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A 25-year-old female asked:

Can bruxism, clenching and or tmj disfunction cause facial nerve palsy? no drooping eye or mouth, just left cheek sits slightly lower when smiling?

5 doctor answers9 doctors weighed in
Dr. Duane Keller
47 years experience
Possible, but...: A nerve disorder can have multiple causes. It is possible that a structural, vascular or neurological problem can be related, but you will need to see your dentist or someone who treats these type of disorders to get a careful evaluation first to determine the causes of the problems. Then you can address the causes with diagnostic treatments. Good luck.
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Dr. Sal Aragona
Dentistry 43 years experience
Yes: Some joint displacement (clicking) and pterygoid hypertrophy (jaw tightness) are usually the result of chronic nocturnal (nighttime) clenching. These nighttime events create tremendous muscle force and activity that can be at play. Find a dentist trained in diagnosing and treating orofacial problems.
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Dr. Jeffrey Bassman
Dentistry 47 years experience
Trigeminal Neuralgia: Your symptoms may be a neurological ailment called trigeminal neuralgia. Not a very well understood problem and should see your doctor, who may then possibly refer to a neurologist. There can be a TMJ relation, but tn, associated with bell's palsy, can create symptoms that mimic tmj/tmd.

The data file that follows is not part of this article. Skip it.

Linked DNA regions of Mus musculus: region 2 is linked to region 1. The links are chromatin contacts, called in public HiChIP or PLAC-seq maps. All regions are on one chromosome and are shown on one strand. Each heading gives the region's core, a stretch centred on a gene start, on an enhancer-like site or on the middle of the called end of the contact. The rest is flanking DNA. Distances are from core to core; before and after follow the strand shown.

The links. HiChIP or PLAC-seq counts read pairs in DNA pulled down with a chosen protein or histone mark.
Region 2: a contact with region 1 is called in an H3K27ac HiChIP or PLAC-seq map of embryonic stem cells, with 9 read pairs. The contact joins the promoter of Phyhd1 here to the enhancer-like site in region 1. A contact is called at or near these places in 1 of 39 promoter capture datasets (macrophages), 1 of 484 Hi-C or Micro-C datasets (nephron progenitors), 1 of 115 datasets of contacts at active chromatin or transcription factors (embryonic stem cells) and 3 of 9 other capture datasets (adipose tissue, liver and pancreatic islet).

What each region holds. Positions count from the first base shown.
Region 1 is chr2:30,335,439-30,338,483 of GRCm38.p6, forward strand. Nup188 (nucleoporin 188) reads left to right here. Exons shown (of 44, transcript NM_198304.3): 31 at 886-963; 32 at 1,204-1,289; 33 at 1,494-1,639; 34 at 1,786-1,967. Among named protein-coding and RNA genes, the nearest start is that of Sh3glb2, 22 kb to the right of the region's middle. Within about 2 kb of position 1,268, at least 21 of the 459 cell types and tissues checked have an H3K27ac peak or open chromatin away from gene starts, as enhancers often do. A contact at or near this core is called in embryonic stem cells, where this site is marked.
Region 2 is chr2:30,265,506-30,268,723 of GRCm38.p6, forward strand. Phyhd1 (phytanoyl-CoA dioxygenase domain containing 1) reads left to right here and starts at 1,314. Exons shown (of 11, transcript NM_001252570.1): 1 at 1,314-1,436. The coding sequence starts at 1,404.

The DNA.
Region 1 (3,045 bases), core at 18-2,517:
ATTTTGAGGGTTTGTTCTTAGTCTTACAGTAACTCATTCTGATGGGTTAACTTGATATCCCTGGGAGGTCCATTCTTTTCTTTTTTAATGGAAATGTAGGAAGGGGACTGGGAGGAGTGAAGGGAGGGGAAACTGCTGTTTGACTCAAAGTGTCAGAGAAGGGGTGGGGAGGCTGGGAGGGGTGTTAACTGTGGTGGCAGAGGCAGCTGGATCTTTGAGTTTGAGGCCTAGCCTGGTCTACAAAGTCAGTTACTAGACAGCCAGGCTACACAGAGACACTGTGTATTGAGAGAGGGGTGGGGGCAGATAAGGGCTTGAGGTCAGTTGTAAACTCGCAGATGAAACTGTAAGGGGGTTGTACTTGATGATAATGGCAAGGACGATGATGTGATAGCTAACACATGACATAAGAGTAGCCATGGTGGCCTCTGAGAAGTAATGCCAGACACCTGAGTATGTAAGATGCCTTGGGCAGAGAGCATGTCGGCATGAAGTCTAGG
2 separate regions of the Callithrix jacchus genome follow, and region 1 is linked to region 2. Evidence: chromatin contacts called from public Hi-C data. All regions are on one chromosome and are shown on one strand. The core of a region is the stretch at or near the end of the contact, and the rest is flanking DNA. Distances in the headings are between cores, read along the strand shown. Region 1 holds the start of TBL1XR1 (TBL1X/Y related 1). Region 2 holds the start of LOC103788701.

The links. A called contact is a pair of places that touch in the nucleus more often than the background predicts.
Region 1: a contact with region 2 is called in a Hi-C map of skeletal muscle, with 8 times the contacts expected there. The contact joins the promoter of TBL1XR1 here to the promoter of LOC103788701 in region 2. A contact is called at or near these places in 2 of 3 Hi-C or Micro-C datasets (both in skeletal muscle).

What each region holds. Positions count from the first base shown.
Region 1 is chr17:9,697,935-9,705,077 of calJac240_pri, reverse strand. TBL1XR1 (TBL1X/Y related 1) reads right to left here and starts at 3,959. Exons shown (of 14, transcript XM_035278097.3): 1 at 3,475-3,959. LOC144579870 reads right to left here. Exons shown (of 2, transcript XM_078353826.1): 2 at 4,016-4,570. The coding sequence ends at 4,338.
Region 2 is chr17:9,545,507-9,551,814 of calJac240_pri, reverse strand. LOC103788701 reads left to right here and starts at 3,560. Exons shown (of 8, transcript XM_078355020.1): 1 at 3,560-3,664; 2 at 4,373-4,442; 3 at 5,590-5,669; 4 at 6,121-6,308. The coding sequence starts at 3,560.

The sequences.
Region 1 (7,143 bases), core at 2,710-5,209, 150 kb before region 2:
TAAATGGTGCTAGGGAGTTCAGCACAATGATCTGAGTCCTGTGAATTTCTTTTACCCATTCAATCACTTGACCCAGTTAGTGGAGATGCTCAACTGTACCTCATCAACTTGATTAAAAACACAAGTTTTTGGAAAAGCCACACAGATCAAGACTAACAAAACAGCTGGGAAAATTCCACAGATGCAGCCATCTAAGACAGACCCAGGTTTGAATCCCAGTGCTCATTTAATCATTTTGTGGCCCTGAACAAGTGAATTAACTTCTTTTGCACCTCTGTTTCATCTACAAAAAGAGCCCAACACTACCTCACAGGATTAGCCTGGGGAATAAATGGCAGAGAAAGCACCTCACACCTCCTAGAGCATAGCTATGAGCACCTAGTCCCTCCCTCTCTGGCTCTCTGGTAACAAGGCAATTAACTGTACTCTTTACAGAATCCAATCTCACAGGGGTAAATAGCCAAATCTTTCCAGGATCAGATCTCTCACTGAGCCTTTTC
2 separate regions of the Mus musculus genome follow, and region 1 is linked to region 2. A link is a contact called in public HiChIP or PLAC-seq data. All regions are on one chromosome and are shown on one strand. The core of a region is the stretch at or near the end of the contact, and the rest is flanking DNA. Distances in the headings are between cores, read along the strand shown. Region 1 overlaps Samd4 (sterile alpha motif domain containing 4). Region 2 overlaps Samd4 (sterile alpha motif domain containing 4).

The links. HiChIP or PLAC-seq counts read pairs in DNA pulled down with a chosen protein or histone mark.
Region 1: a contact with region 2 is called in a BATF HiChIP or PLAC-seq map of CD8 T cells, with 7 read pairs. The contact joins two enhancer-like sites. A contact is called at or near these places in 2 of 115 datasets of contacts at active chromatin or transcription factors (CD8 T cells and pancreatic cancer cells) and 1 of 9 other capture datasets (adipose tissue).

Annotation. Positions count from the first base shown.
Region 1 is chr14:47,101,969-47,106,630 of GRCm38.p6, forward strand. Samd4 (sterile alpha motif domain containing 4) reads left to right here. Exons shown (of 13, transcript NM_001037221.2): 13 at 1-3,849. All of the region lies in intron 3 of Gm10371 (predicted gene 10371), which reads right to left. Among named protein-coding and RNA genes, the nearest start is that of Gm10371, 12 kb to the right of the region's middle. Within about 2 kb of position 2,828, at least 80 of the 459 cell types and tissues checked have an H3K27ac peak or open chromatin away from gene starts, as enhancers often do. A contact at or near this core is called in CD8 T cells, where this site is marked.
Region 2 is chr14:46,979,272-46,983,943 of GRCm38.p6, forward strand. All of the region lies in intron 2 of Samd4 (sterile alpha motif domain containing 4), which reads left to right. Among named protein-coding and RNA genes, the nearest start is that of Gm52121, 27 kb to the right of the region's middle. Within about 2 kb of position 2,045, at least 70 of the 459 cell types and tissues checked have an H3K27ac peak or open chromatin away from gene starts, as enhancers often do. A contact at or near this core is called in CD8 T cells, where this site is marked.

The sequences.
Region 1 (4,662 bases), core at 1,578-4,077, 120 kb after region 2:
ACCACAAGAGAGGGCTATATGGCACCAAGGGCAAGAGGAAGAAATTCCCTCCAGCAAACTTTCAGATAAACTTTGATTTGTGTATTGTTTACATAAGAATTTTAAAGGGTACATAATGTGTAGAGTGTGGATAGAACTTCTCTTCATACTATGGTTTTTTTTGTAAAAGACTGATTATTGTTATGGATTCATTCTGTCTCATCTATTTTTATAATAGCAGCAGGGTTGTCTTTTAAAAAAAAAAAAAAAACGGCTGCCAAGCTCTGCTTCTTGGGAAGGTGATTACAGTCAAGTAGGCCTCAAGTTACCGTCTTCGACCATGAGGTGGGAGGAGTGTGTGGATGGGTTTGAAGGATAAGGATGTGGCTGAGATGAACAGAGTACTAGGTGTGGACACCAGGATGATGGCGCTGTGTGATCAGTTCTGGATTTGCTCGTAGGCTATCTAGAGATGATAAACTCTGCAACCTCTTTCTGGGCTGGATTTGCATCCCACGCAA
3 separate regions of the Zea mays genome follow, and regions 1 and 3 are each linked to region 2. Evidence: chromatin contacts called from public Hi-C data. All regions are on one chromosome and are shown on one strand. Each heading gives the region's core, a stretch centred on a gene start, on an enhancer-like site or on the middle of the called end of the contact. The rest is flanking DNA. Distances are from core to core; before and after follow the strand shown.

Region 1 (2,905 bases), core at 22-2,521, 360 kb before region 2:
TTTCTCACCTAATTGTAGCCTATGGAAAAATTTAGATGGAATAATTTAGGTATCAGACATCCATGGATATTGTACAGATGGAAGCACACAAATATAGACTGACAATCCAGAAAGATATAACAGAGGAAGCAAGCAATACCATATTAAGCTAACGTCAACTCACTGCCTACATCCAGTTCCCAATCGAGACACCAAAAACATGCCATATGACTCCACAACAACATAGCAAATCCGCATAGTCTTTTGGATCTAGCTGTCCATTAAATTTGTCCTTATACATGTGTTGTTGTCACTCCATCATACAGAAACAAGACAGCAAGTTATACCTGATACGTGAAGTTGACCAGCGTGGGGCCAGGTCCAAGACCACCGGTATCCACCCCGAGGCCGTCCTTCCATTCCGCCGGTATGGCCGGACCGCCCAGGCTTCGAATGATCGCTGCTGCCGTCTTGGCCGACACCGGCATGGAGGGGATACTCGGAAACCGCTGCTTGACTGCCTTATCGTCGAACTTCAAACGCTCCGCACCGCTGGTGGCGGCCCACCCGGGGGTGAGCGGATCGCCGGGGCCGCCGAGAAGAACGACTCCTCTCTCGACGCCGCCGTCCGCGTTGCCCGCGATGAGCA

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Dr. Louis Gallia
Surgery - Oral & Maxillofacial 47 years experience
No: No chance of facial nerve palsy (paralysis) with TMD or bruxism. You may just have an inherent facial asymmetry. See a TMJ expert to be sure. Any dentist can be a TMJ expert with the proper training and experience. Most commonly, oral surgeons, prosthodontists, and orofacial pain specialists. Ask your MD, your dentist and your dental society for referrals.
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Dr. Paul Grin
Pain Management 38 years experience
See a Neurologist: Facial Palsy is a palsy of the Facial nerve (VII), TMJ is Trigeminal nerve (V). It is important to make an accurate diagnosis to ensure that the correct treatment is given. See a neurologist or OFP specialist for consultation.
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Last updated Aug 2, 2015

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